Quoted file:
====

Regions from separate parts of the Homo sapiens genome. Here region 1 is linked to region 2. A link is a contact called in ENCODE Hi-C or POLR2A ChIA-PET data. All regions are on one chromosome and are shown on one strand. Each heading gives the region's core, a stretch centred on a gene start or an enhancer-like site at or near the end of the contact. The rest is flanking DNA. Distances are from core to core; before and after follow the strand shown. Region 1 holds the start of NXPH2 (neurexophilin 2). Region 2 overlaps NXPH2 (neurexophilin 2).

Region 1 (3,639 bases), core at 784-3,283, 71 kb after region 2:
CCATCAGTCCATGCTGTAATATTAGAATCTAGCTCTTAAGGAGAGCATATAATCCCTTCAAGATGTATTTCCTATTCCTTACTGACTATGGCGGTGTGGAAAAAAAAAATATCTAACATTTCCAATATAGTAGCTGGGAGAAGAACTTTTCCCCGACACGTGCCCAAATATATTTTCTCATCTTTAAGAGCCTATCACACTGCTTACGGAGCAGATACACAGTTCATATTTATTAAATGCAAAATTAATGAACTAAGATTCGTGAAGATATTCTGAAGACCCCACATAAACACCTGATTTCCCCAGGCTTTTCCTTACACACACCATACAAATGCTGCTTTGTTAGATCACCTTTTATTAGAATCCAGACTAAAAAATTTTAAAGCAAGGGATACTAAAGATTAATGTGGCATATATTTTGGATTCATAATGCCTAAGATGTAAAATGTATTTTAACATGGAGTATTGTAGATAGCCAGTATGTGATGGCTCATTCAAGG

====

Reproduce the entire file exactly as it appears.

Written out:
Regions from separate parts of the Homo sapiens genome. Here region 1 is linked to region 2. A link is a contact called in ENCODE Hi-C or POLR2A ChIA-PET data. All regions are on one chromosome and are shown on one strand. Each heading gives the region's core, a stretch centred on a gene start or an enhancer-like site at or near the end of the contact. The rest is flanking DNA. Distances are from core to core; before and after follow the strand shown. Region 1 holds the start of NXPH2 (neurexophilin 2). Region 2 overlaps NXPH2 (neurexophilin 2).

Region 1 (3,639 bases), core at 784-3,283, 71 kb after region 2:
CCATCAGTCCATGCTGTAATATTAGAATCTAGCTCTTAAGGAGAGCATATAATCCCTTCAAGATGTATTTCCTATTCCTTACTGACTATGGCGGTGTGGAAAAAAAAAATATCTAACATTTCCAATATAGTAGCTGGGAGAAGAACTTTTCCCCGACACGTGCCCAAATATATTTTCTCATCTTTAAGAGCCTATCACACTGCTTACGGAGCAGATACACAGTTCATATTTATTAAATGCAAAATTAATGAACTAAGATTCGTGAAGATATTCTGAAGACCCCACATAAACACCTGATTTCCCCAGGCTTTTCCTTACACACACCATACAAATGCTGCTTTGTTAGATCACCTTTTATTAGAATCCAGACTAAAAAATTTTAAAGCAAGGGATACTAAAGATTAATGTGGCATATATTTTGGATTCATAATGCCTAAGATGTAAAATGTATTTTAACATGGAGTATTGTAGATAGCCAGTATGTGATGGCTCATTCAAGG